Does your Web site need an overhaul? Do you need a company logo for your startup? How about a sales brochure or even some product packaging?
Sounds like it’s time to hire a professional designer. Just one problem: they’re expensive. Worth it, yes, but sometimes your budget is at odds with your needs.
Enter 99designs, which crowdsources your graphic-design job to give you a potentially unbeatable deal.
Here’s how it works: You write up the details of what you need—a business card, logo, T-shirt, or whatever. Then you choose one of three preset price packages, or set your own price. The more you pony up, the more designs you’ll get. Many projects start at around $195, which is a fraction of what you’d probably pay a design firm.
Your project gets listed as a contest, one that interested designers can “enter” by submitting concepts. You can provide feedback along the way to get the work tweaked so it’s closer to what you want. In the end, you choose your favorite design; the money goes to the winning designer, and the artwork (complete with copyrights) goes to you.
Cool, right? It’s like getting dozens of designers for the price of one. (Realistically, though, you may only get a handful of them—it all depends on the project and pricing.) What’s more, 99designs offers a money-back guarantee: if you’re not happy with any of the designs, you get a full refund.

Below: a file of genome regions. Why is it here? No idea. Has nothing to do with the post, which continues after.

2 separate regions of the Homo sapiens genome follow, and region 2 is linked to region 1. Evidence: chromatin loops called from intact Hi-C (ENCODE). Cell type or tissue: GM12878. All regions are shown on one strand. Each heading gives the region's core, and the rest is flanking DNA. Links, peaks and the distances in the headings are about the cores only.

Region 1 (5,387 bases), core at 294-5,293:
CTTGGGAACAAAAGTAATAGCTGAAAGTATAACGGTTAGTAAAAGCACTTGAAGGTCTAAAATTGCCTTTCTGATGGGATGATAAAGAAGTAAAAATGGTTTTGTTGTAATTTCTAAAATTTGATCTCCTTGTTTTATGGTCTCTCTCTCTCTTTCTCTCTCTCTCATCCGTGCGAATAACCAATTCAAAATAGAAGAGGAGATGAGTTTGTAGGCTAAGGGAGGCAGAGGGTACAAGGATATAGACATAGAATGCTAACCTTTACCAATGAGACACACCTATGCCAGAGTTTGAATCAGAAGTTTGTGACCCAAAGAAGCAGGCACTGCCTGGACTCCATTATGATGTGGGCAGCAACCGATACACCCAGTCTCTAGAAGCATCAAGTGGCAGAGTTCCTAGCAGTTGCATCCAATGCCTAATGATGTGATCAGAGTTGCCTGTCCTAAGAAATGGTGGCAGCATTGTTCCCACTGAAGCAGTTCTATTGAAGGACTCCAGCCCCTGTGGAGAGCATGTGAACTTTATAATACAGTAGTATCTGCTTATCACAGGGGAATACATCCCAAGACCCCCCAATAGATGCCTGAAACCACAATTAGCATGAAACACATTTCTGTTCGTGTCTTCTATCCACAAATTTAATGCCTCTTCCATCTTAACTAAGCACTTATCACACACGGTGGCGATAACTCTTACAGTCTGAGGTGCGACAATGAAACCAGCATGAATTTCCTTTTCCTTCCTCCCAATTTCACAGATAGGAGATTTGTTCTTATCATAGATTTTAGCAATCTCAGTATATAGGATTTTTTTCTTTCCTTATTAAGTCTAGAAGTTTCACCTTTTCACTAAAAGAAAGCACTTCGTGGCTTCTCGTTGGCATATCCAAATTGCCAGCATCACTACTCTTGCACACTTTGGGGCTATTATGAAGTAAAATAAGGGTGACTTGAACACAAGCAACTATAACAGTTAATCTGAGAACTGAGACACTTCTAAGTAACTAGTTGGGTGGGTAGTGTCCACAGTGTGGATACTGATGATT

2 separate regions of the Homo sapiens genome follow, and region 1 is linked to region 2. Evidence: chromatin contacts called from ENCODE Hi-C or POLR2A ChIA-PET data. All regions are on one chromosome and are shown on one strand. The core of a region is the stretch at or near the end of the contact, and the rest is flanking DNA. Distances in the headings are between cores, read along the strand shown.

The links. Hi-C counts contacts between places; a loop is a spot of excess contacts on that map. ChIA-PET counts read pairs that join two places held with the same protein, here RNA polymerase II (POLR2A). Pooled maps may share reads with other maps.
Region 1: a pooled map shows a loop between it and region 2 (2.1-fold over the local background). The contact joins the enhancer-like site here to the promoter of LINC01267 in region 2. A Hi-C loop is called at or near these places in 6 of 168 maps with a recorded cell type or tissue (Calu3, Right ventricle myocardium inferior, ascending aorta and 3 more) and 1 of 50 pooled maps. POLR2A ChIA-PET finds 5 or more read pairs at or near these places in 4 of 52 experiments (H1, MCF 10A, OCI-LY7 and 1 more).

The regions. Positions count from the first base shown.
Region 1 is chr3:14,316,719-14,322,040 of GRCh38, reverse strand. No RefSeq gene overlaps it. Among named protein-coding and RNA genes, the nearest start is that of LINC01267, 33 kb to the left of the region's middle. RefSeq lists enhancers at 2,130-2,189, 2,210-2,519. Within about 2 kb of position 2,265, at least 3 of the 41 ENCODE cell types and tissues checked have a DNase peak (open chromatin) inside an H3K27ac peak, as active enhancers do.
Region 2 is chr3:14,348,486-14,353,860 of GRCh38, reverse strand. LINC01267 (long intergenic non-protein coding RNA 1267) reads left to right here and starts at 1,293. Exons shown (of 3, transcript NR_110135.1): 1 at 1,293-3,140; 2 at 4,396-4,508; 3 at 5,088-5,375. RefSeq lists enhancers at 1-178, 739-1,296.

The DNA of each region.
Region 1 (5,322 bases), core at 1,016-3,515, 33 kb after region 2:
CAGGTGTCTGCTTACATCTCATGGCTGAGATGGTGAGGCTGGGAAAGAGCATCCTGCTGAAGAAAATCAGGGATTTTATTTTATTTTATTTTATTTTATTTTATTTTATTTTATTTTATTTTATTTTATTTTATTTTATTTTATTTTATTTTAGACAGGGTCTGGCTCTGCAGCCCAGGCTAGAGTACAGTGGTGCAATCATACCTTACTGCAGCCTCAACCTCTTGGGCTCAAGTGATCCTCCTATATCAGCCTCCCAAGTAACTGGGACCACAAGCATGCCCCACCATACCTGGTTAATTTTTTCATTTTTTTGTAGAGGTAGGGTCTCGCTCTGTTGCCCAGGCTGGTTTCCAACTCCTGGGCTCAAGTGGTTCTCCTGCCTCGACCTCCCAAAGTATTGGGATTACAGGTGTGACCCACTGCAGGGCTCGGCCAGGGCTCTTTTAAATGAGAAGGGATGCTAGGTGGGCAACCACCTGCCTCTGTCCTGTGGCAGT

If you’re on the other side of the table (that is, you’re a graphic designer yourself), you can offer your services. This gives you a chance to get some exposure, find new clients, and, potentially, earn some cash. The flipside, of course, is that you might end up doing lots of work with nothing to show for it. Such is the artist’s life, I think, in today’s Web-powered world.
I haven’t used 99designs myself, but I will tell you this: years ago, when I handled marketing and advertising for a computer reseller, just finding a qualified designer was a huge chore. Then we ended up spending a small fortune on ads and logos we didn’t especially love—but we’d already invested so much time and money, there really wasn’t any alternative.
That’s why I like both the concept and execution of 99designs. If you need help with a design project, I’d check it out.
Let me add that I have endless respect for the people who do graphic design professionally, and my recommendation of 99designs is in no way meant to devalue their work. Indeed, for a designer who’s struggling, it offers a way to keep working and potentially land some new clients.
I do think the service is a reflection of the crowd-sourced business world we now inhabit. And for a cash-strapped startup that needs pro-caliber work on a budget, this kind of service can be a godsend. Hit the comments and tell me if you agree or disagree.